VOL. 126 | NO. 241 | Monday, December 12, 2011
Engage To Network
By Jeremy Park
Last week we offered a number of tips from the Memphis Police Department to help protect our families, friends, and co-workers during this holiday season. This week, let us share three keys to networking and discuss how building your sphere of influence is intertwined with community engagement.
Let us first define “networking” because it can have two very different connotations. The first is sharks in the water, frantically passing out business cards to get a sale in five minutes. Anyone who has been to an event with this atmosphere or met someone with this approach knows the dreaded feelings associated and the walls you put up immediately. The second definition embodies “making new friends” and has a genuine nature geared toward helping each other and building real relationships. This is our definition of “networking.”
Networking is critical to success, as a city, business and individual. It is not necessarily who you know, but more importantly, who knows and trusts you!
We are living in the “Creative Era,” where the currency of our economy is driven by ideas and creativity. In a world stretched with growing demands and scarce resources, leaders are turning to those they trust to get the job done right the first time.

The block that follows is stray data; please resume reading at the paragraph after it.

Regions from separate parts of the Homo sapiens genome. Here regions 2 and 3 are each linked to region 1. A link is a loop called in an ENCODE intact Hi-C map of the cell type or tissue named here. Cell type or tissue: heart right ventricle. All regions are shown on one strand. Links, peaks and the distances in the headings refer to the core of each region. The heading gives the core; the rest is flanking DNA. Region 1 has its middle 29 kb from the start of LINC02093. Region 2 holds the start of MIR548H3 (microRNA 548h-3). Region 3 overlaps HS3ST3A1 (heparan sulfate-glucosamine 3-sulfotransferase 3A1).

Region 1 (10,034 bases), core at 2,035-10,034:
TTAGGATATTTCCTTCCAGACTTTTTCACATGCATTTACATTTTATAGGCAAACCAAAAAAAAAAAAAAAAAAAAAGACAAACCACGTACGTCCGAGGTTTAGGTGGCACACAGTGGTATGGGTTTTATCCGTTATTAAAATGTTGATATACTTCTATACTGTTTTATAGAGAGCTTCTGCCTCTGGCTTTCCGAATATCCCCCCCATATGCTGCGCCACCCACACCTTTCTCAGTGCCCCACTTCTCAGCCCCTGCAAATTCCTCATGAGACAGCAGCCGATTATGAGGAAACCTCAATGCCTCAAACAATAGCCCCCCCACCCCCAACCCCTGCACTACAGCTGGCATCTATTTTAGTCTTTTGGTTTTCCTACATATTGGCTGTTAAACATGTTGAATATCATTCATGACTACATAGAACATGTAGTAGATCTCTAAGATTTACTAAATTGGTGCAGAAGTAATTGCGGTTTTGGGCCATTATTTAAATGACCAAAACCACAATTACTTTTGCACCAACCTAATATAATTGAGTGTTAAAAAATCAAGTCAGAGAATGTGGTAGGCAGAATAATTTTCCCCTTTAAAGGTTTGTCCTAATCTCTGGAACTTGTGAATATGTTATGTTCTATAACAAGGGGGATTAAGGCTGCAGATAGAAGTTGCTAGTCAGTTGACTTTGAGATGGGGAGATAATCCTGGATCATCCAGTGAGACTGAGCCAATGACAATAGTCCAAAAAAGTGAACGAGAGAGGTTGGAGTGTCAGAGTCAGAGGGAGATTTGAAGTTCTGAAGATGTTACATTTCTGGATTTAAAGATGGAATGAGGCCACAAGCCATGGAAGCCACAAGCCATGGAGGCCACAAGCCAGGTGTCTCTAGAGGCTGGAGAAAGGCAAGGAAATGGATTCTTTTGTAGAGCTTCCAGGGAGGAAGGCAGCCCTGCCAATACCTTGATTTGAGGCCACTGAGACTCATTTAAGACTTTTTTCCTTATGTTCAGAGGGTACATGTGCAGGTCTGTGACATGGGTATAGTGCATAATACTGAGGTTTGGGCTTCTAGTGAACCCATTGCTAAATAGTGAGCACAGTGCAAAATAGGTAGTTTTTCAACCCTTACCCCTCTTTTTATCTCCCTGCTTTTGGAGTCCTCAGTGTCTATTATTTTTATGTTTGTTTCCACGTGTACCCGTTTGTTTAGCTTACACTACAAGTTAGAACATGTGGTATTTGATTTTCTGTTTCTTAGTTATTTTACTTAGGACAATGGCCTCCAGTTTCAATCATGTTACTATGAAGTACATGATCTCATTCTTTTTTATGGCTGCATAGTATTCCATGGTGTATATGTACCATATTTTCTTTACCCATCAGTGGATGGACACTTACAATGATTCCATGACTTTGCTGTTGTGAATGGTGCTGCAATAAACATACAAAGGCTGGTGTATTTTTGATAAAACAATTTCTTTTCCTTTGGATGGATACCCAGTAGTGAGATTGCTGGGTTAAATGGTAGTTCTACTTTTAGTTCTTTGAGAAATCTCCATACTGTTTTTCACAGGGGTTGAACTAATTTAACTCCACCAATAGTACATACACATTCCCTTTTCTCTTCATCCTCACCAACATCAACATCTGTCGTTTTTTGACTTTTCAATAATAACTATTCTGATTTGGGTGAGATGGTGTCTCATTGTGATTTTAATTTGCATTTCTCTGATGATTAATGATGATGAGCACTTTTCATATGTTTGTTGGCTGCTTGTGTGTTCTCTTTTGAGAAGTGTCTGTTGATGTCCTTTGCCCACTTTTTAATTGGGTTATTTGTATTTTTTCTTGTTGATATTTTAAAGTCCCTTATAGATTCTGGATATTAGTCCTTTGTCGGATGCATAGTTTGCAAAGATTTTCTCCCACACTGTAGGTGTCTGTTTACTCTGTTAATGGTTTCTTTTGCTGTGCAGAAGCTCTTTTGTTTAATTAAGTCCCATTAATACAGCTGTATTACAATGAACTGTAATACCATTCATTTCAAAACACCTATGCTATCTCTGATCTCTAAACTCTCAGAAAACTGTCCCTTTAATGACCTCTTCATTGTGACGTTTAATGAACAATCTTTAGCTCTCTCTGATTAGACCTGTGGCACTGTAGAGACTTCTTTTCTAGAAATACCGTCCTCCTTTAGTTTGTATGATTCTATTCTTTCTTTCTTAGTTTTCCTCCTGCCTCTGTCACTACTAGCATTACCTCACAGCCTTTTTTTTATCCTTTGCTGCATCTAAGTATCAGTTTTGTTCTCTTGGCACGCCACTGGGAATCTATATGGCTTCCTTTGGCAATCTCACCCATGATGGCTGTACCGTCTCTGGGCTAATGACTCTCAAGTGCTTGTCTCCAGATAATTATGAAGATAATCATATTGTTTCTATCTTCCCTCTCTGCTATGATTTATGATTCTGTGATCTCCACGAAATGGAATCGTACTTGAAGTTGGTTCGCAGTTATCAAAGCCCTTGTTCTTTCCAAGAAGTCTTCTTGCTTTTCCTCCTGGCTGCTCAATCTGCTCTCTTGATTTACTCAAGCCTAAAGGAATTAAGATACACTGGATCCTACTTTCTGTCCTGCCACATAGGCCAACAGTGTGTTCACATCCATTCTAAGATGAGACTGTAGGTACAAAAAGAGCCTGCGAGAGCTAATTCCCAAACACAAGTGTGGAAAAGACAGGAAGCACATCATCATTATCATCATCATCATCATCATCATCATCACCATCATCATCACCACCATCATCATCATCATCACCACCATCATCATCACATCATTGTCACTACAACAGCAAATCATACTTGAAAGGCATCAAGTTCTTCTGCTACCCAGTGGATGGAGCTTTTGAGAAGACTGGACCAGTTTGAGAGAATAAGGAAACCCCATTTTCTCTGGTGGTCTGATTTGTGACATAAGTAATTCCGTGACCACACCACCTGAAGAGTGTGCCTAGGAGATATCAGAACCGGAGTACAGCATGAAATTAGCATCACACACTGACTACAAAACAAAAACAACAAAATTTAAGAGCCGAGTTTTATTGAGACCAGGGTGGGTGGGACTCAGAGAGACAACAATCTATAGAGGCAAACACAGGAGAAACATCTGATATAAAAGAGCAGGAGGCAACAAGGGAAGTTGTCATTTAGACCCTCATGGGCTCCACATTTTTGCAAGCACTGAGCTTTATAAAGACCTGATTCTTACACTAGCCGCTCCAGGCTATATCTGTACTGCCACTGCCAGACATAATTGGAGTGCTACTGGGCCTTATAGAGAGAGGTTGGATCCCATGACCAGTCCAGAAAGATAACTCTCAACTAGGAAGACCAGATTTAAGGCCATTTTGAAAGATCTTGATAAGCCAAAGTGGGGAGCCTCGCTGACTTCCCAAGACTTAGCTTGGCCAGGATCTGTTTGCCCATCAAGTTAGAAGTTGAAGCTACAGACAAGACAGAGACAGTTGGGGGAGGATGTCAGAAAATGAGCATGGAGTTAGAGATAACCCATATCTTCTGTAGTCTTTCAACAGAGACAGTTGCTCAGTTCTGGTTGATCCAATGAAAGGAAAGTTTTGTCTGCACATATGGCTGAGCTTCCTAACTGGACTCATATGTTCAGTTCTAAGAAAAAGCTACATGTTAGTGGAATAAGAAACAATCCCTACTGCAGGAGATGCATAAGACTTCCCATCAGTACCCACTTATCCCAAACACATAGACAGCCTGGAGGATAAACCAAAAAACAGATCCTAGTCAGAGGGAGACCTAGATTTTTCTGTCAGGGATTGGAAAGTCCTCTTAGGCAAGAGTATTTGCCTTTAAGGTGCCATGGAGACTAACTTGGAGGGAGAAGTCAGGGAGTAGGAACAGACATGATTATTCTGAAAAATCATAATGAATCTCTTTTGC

As evidence, we see the job market shifting toward hiring through personal referral networks. The good news is that networking is intertwined with community engagement.
Drawing from previous columns, the first tip is to get involved with a nonprofit and volunteer. When we say volunteer, we actually mean taking a leadership role in helping the effort. Offer to solicit support from friends and take ownership of a specific project. In the process, you will hone your skills and build trust among business and nonprofit leaders. If you ask any business leader what is paramount outside of their operations, community engagement will top the list.
This engagement carries over to the second tip, which is to know your story. You need to practice your storyline, especially tying in volunteering and successful community leadership.
Have a 15-second teaser and a longer version that draws interest and solicits questions. The key is to know your sphere of influence and your existing network of contacts, and understand your value in helping people. If you can make someone’s life easier or more successful, you have real networking power.
The final tip is to be proactive. Use social media to establish and strengthen relationships, but never forget the power of personal interaction via face-to-face or telephone. Do research online and reach out to leaders you would like to get to know by asking for lunch or mentorship. Stay current with news and attend community and business events to take advantage of every opportunity to grow and add value to your life and the others around you.
Jeremy Park, director of communications at Lipscomb Pitts Insurance and director of the Lipscomb Pitts Breakfast Club, can be reached at email@example.com.